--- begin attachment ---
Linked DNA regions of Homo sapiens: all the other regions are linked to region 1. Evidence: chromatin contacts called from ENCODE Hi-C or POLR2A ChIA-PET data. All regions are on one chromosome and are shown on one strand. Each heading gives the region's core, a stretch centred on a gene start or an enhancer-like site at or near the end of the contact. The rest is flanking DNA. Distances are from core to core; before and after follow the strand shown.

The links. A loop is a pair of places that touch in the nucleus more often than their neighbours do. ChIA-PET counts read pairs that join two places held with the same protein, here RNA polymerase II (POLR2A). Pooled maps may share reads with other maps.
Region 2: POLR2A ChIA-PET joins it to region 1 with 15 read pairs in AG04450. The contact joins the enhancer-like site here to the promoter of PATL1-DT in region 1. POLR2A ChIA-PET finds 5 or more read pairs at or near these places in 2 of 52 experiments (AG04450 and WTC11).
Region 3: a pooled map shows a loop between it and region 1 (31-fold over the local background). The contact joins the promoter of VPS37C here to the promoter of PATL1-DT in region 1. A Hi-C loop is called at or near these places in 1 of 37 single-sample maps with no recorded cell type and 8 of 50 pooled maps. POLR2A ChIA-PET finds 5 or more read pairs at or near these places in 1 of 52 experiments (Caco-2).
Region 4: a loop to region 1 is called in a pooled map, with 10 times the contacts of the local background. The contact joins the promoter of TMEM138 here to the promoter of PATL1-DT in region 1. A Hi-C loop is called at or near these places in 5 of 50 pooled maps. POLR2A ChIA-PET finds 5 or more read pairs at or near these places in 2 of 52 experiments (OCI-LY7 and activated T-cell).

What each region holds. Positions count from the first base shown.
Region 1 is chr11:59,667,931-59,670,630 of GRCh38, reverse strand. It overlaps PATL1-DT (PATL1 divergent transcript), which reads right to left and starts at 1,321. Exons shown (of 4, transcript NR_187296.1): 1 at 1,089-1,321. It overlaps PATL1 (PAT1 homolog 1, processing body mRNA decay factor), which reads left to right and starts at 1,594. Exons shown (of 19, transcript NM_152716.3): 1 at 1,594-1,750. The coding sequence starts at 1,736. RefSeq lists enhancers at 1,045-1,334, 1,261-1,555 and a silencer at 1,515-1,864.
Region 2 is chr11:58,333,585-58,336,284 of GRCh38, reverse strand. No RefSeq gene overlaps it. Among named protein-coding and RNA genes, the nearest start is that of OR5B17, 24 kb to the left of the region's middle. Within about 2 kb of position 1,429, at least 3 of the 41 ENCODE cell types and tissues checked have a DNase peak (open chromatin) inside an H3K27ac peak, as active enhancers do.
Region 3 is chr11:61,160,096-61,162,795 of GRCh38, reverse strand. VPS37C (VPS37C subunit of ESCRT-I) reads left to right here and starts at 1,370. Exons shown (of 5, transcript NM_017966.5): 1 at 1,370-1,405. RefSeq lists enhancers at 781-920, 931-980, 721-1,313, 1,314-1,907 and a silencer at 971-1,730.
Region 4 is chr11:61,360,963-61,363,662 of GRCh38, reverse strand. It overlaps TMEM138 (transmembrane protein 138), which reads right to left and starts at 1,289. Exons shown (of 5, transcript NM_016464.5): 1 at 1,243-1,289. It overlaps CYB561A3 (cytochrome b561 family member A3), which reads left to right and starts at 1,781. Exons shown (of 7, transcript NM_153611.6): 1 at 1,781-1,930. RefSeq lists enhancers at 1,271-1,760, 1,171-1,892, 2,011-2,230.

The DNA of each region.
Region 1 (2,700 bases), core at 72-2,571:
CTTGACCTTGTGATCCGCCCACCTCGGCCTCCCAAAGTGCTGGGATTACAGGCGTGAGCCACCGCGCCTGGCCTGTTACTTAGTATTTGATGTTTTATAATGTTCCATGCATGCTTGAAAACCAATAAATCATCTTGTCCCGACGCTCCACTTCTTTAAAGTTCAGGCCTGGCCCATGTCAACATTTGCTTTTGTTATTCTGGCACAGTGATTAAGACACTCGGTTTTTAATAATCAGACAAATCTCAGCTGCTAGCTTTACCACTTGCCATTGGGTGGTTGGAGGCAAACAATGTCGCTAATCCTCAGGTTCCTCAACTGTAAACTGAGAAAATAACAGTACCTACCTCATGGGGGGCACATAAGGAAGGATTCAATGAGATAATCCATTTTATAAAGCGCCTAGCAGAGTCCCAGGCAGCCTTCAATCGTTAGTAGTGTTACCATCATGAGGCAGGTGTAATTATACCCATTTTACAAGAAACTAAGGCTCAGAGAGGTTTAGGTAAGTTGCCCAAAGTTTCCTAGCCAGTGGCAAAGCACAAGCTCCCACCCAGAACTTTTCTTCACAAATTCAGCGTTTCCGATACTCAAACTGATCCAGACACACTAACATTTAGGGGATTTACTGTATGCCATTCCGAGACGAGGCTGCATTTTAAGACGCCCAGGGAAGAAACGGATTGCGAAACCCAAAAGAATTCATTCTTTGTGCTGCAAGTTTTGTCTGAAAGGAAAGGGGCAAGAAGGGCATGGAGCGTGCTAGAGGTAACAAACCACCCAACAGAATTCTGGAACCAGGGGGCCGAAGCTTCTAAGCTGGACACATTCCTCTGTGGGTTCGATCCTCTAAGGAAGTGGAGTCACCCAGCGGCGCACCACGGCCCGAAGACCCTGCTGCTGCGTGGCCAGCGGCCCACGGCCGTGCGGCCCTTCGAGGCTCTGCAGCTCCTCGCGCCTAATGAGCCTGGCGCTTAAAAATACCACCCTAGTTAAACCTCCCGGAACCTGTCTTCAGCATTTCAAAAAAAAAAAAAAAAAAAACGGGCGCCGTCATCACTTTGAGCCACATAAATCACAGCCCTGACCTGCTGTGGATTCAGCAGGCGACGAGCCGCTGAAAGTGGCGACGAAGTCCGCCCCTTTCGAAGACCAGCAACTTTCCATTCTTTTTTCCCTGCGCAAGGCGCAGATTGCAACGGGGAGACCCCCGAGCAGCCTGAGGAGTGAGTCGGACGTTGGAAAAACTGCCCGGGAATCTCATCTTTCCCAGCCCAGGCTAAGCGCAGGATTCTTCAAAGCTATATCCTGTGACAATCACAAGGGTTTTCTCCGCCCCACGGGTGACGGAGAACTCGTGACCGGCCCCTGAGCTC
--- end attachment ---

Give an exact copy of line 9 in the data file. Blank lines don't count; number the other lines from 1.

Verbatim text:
Region 3 is chr11:61,160,096-61,162,795 of GRCh38, reverse strand. VPS37C (VPS37C subunit of ESCRT-I) reads left to right here and starts at 1,370. Exons shown (of 5, transcript NM_017966.5): 1 at 1,370-1,405. RefSeq lists enhancers at 781-920, 931-980, 721-1,313, 1,314-1,907 and a silencer at 971-1,730.